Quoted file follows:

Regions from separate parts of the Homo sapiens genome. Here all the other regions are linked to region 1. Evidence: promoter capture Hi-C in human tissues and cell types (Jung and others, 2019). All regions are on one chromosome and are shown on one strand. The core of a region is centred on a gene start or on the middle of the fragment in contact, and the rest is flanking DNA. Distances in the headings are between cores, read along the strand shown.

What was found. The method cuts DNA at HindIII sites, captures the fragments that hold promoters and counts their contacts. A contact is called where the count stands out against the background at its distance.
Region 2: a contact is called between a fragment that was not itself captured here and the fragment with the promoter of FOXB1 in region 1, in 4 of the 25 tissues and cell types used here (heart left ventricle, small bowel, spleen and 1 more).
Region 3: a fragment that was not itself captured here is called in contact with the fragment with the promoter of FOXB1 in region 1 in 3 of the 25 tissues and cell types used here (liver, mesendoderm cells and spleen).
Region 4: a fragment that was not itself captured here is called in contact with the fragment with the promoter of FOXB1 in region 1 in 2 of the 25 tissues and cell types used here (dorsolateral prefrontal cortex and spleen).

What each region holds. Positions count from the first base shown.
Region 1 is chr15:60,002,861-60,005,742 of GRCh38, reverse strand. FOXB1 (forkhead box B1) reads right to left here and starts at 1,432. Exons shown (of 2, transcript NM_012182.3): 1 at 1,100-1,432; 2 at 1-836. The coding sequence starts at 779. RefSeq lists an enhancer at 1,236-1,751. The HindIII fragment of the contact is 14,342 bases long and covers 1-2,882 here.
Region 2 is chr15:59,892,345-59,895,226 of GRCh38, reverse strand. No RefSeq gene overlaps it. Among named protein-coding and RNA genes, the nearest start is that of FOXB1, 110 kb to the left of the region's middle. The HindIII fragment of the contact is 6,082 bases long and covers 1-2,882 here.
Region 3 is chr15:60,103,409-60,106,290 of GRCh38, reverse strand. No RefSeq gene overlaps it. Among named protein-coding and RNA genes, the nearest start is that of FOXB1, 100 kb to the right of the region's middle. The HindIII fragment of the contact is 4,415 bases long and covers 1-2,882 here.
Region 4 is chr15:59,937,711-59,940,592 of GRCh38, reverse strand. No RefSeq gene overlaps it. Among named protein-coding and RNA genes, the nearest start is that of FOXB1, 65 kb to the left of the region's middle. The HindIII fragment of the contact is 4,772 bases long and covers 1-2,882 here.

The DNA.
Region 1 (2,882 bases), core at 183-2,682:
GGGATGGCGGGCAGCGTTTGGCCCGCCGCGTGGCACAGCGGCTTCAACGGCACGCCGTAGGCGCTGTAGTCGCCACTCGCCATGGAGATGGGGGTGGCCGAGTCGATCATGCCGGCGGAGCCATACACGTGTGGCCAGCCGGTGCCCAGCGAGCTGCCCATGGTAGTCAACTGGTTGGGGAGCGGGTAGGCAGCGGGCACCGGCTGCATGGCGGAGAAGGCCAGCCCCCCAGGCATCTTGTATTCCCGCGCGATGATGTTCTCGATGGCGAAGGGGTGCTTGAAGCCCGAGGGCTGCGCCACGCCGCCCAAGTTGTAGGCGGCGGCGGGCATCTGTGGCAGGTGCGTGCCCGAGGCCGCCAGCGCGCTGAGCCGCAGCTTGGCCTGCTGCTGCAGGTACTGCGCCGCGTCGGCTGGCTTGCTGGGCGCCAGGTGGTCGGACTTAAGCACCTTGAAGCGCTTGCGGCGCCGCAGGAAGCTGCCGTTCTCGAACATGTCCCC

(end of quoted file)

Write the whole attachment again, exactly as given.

Regions from separate parts of the Homo sapiens genome. Here all the other regions are linked to region 1. Evidence: promoter capture Hi-C in human tissues and cell types (Jung and others, 2019). All regions are on one chromosome and are shown on one strand. The core of a region is centred on a gene start or on the middle of the fragment in contact, and the rest is flanking DNA. Distances in the headings are between cores, read along the strand shown.

What was found. The method cuts DNA at HindIII sites, captures the fragments that hold promoters and counts their contacts. A contact is called where the count stands out against the background at its distance.
Region 2: a contact is called between a fragment that was not itself captured here and the fragment with the promoter of FOXB1 in region 1, in 4 of the 25 tissues and cell types used here (heart left ventricle, small bowel, spleen and 1 more).
Region 3: a fragment that was not itself captured here is called in contact with the fragment with the promoter of FOXB1 in region 1 in 3 of the 25 tissues and cell types used here (liver, mesendoderm cells and spleen).
Region 4: a fragment that was not itself captured here is called in contact with the fragment with the promoter of FOXB1 in region 1 in 2 of the 25 tissues and cell types used here (dorsolateral prefrontal cortex and spleen).

What each region holds. Positions count from the first base shown.
Region 1 is chr15:60,002,861-60,005,742 of GRCh38, reverse strand. FOXB1 (forkhead box B1) reads right to left here and starts at 1,432. Exons shown (of 2, transcript NM_012182.3): 1 at 1,100-1,432; 2 at 1-836. The coding sequence starts at 779. RefSeq lists an enhancer at 1,236-1,751. The HindIII fragment of the contact is 14,342 bases long and covers 1-2,882 here.
Region 2 is chr15:59,892,345-59,895,226 of GRCh38, reverse strand. No RefSeq gene overlaps it. Among named protein-coding and RNA genes, the nearest start is that of FOXB1, 110 kb to the left of the region's middle. The HindIII fragment of the contact is 6,082 bases long and covers 1-2,882 here.
Region 3 is chr15:60,103,409-60,106,290 of GRCh38, reverse strand. No RefSeq gene overlaps it. Among named protein-coding and RNA genes, the nearest start is that of FOXB1, 100 kb to the right of the region's middle. The HindIII fragment of the contact is 4,415 bases long and covers 1-2,882 here.
Region 4 is chr15:59,937,711-59,940,592 of GRCh38, reverse strand. No RefSeq gene overlaps it. Among named protein-coding and RNA genes, the nearest start is that of FOXB1, 65 kb to the left of the region's middle. The HindIII fragment of the contact is 4,772 bases long and covers 1-2,882 here.

The DNA.
Region 1 (2,882 bases), core at 183-2,682:
GGGATGGCGGGCAGCGTTTGGCCCGCCGCGTGGCACAGCGGCTTCAACGGCACGCCGTAGGCGCTGTAGTCGCCACTCGCCATGGAGATGGGGGTGGCCGAGTCGATCATGCCGGCGGAGCCATACACGTGTGGCCAGCCGGTGCCCAGCGAGCTGCCCATGGTAGTCAACTGGTTGGGGAGCGGGTAGGCAGCGGGCACCGGCTGCATGGCGGAGAAGGCCAGCCCCCCAGGCATCTTGTATTCCCGCGCGATGATGTTCTCGATGGCGAAGGGGTGCTTGAAGCCCGAGGGCTGCGCCACGCCGCCCAAGTTGTAGGCGGCGGCGGGCATCTGTGGCAGGTGCGTGCCCGAGGCCGCCAGCGCGCTGAGCCGCAGCTTGGCCTGCTGCTGCAGGTACTGCGCCGCGTCGGCTGGCTTGCTGGGCGCCAGGTGGTCGGACTTAAGCACCTTGAAGCGCTTGCGGCGCCGCAGGAAGCTGCCGTTCTCGAACATGTCCCC